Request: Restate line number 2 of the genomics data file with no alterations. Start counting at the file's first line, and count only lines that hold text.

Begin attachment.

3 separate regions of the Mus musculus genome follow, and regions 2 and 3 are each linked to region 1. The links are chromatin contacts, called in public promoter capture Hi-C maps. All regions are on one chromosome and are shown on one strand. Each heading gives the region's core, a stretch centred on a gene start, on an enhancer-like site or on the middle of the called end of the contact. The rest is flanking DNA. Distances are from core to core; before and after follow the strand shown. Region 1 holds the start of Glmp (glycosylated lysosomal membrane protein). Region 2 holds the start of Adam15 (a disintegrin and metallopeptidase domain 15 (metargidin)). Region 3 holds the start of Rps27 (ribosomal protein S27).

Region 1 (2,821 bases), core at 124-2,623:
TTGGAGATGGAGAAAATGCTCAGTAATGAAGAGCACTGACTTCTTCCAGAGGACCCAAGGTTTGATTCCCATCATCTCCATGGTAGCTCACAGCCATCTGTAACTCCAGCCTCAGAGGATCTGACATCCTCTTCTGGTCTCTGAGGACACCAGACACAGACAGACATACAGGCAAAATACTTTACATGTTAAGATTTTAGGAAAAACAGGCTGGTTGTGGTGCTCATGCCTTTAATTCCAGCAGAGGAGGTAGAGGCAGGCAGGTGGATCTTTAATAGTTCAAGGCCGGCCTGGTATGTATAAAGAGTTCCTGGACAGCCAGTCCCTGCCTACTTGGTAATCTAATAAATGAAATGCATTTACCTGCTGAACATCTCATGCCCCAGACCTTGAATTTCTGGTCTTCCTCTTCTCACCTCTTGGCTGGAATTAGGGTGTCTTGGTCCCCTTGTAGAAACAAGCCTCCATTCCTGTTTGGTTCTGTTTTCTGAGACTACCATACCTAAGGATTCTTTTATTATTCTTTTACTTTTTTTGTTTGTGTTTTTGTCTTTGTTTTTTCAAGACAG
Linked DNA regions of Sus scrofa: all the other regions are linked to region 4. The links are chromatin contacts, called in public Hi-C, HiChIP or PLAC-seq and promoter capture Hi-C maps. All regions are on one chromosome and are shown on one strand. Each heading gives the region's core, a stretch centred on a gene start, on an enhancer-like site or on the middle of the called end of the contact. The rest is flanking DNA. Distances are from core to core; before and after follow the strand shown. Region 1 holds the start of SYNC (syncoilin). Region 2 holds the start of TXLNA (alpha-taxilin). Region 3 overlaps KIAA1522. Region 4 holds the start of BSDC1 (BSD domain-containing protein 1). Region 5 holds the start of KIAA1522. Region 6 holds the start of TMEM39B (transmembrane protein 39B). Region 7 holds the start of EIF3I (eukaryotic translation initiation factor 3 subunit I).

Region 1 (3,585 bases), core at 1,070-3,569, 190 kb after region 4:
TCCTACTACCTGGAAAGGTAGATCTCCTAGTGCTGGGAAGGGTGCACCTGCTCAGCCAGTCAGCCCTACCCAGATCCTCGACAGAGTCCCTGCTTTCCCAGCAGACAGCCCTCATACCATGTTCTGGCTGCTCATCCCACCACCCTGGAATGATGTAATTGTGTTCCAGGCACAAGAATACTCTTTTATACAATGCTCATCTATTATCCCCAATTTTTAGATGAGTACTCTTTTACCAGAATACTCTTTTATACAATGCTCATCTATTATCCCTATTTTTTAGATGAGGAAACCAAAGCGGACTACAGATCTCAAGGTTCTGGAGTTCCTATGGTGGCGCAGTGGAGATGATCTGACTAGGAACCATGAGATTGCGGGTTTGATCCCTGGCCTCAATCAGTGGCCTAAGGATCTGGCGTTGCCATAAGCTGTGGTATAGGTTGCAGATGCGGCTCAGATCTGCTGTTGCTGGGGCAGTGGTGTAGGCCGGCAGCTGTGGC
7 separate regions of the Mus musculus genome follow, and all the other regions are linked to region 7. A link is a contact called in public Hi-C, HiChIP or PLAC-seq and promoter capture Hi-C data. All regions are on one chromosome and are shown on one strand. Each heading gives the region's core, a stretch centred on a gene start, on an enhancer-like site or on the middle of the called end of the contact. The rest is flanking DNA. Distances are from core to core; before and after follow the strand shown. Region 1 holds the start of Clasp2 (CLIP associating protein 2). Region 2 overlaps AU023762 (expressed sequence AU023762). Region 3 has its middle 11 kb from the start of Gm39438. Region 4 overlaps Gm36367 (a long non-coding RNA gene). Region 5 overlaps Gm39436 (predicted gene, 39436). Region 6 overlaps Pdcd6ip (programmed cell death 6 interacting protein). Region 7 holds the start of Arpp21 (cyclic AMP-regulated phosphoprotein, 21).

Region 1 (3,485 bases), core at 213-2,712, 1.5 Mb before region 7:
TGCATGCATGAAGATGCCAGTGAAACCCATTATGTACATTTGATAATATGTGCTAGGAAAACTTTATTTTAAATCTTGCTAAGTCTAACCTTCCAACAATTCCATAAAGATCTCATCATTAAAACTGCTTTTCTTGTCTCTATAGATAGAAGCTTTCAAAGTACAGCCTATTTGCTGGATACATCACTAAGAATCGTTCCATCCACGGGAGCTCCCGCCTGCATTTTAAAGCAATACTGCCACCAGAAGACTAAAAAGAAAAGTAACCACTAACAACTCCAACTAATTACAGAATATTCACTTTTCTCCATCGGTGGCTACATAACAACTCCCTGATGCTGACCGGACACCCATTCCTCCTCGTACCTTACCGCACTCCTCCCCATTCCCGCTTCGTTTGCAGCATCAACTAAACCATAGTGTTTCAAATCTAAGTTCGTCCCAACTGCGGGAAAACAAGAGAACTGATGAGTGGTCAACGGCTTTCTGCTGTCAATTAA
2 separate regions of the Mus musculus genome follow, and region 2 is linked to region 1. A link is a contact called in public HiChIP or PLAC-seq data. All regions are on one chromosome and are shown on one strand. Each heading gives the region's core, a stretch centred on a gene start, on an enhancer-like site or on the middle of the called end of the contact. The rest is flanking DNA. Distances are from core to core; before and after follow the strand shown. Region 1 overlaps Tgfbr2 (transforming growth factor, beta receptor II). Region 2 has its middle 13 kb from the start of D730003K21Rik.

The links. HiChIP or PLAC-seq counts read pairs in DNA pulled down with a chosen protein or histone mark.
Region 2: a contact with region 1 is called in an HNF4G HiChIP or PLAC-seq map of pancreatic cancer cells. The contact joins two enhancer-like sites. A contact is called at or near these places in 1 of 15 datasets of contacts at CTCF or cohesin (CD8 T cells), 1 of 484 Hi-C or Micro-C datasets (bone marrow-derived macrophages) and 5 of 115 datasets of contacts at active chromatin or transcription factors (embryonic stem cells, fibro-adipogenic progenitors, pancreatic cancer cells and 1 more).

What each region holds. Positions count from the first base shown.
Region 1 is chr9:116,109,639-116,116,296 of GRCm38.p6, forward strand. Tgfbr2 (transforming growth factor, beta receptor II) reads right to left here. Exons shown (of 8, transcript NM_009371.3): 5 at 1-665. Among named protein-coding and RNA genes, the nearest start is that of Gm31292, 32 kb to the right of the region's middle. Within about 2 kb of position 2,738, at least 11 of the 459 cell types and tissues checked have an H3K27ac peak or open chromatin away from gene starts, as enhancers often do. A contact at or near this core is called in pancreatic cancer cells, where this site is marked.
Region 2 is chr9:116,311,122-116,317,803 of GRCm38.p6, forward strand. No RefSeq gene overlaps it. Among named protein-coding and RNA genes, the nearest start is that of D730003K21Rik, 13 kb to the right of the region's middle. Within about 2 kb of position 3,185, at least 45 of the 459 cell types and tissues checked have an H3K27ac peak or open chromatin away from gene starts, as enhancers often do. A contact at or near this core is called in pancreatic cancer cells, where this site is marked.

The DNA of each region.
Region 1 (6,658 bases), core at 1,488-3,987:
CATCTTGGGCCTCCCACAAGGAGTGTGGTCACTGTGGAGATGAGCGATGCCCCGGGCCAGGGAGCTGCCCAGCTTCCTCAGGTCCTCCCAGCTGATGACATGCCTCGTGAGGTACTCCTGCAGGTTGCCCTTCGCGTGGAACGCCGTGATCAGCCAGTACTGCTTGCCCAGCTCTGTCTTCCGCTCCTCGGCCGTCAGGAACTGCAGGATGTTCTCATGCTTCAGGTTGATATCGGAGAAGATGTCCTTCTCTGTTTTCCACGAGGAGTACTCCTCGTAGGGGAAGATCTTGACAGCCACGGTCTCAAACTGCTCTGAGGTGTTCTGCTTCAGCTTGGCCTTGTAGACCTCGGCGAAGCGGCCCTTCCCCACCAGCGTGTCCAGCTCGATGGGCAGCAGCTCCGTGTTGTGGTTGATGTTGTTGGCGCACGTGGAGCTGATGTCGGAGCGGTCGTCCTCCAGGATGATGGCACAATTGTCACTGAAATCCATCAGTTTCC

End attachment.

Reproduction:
Region 1 (2,821 bases), core at 124-2,623: